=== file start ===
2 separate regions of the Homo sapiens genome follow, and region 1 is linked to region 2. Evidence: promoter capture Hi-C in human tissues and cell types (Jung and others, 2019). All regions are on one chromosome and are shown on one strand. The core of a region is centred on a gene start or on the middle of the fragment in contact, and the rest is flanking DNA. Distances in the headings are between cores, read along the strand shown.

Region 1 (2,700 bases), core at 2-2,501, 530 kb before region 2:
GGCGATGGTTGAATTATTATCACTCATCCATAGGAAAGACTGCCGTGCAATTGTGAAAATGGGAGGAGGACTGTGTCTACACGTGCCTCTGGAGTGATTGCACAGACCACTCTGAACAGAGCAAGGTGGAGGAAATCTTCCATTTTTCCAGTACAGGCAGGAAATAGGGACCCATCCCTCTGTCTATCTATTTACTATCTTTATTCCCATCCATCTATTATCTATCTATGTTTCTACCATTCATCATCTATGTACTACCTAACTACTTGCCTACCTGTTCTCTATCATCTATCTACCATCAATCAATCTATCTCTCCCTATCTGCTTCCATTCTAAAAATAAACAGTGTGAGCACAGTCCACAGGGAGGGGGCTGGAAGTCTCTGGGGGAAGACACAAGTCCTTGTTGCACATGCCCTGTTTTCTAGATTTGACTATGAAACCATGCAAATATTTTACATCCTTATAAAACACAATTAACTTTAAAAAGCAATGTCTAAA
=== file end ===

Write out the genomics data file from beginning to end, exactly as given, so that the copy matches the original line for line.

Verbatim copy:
2 separate regions of the Homo sapiens genome follow, and region 1 is linked to region 2. Evidence: promoter capture Hi-C in human tissues and cell types (Jung and others, 2019). All regions are on one chromosome and are shown on one strand. The core of a region is centred on a gene start or on the middle of the fragment in contact, and the rest is flanking DNA. Distances in the headings are between cores, read along the strand shown.

Region 1 (2,700 bases), core at 2-2,501, 530 kb before region 2:
GGCGATGGTTGAATTATTATCACTCATCCATAGGAAAGACTGCCGTGCAATTGTGAAAATGGGAGGAGGACTGTGTCTACACGTGCCTCTGGAGTGATTGCACAGACCACTCTGAACAGAGCAAGGTGGAGGAAATCTTCCATTTTTCCAGTACAGGCAGGAAATAGGGACCCATCCCTCTGTCTATCTATTTACTATCTTTATTCCCATCCATCTATTATCTATCTATGTTTCTACCATTCATCATCTATGTACTACCTAACTACTTGCCTACCTGTTCTCTATCATCTATCTACCATCAATCAATCTATCTCTCCCTATCTGCTTCCATTCTAAAAATAAACAGTGTGAGCACAGTCCACAGGGAGGGGGCTGGAAGTCTCTGGGGGAAGACACAAGTCCTTGTTGCACATGCCCTGTTTTCTAGATTTGACTATGAAACCATGCAAATATTTTACATCCTTATAAAACACAATTAACTTTAAAAAGCAATGTCTAAA